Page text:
Sixteenth AnniversaryTeXShop was released on July 23, 2000. I know that because Max Horn has been collecting and archiving TeXShop source code folders. He encouraged me to turn on machines that had not run for ten years, so now Horn has almost the entire run of sources for the program.
At the release, macOS was still in beta; it was released on March 24, 2001. Before that, Apple's PDF code had an important bug. It could not access embedded fonts in a document. So originally TeXShop could only display files written in Times Roman, and without mathematical symbols. To get around this problem, the program had a preference setting to render using Ghostscript rather than Apple software. Rendering was fuzzy but symbols could be seen. When I finally got the release version of macOS a week before the official release, I was thrilled to see that the embedded font bug had been fixed, and I ripped out the Ghostscript rendering preference from TeXShop.
Of course the original version had 32 bit PowerPC code. It still runs on Snow Leopard and below. Recently I recompiled the program for 64 bit Intel code. Surprisingly, the original code compiled without errors, and the running program had only two small glitches:
- The command to select a source line by giving its line number failed. This was a 32-64 bit issue, fixed by changing "unsigned" to "UInt".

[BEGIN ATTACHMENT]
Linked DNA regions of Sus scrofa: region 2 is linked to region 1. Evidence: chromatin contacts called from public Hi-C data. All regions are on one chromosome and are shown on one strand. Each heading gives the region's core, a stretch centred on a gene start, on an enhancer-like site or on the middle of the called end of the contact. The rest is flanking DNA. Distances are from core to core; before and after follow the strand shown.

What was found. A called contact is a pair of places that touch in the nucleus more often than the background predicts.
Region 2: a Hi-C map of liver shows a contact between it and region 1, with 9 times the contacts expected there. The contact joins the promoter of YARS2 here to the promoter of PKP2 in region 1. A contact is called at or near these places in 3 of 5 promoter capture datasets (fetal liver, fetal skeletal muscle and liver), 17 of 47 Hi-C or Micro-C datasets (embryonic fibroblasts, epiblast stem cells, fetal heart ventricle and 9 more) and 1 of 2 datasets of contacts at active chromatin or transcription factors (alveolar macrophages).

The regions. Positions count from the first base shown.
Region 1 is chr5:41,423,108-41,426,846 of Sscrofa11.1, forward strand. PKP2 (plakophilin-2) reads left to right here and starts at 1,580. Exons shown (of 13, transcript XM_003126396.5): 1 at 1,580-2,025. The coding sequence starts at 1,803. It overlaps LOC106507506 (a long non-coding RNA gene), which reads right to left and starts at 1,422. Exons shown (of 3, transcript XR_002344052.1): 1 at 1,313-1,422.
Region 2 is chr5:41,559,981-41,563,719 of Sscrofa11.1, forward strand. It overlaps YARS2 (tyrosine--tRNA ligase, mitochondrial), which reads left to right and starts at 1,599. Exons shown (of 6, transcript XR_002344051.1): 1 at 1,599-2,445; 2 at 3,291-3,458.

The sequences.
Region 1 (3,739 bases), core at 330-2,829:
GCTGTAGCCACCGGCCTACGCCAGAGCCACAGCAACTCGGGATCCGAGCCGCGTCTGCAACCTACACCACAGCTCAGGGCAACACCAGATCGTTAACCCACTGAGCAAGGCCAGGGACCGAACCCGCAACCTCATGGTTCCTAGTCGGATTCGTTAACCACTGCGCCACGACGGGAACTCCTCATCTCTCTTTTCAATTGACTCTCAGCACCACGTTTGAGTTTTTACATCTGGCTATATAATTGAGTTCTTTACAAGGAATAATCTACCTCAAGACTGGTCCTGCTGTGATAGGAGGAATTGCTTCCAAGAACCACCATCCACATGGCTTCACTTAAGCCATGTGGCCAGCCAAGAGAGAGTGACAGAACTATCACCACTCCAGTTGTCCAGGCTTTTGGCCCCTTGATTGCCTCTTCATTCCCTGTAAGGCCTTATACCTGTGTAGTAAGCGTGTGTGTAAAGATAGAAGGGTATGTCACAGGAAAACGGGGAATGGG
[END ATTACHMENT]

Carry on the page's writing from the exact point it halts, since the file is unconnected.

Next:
- TeXShop Help failed. In the original macOS, help files were rtf files, but Apple soon switched to html help files. I fixed this by writing a very small new class to display the original rtf file.
The original version and source are available below. To typeset, you must reset the preference settings for the tex and latex programs, since /usr/texbin and /Library/TeX/texbin did not yet exist. Even Gerben's distribution of teTeX did not appear until a few months later.
This program was written in Cocoa. As a result, later improvements in Cocoa automatically apply to it, without code changes. For instance, if you quit the program with a file open and later start again, the file will be reloaded. This was not in the original, but it is present now because the change requires no new code.
The program does not support automatic saving because that feature must be activated. Activation requires just one line of code and would be easy.
On Sierra, the program supports tabs because, well, that change requires no new code.
Here is the original program and source, recompiled for modern 64 bit Intel systems.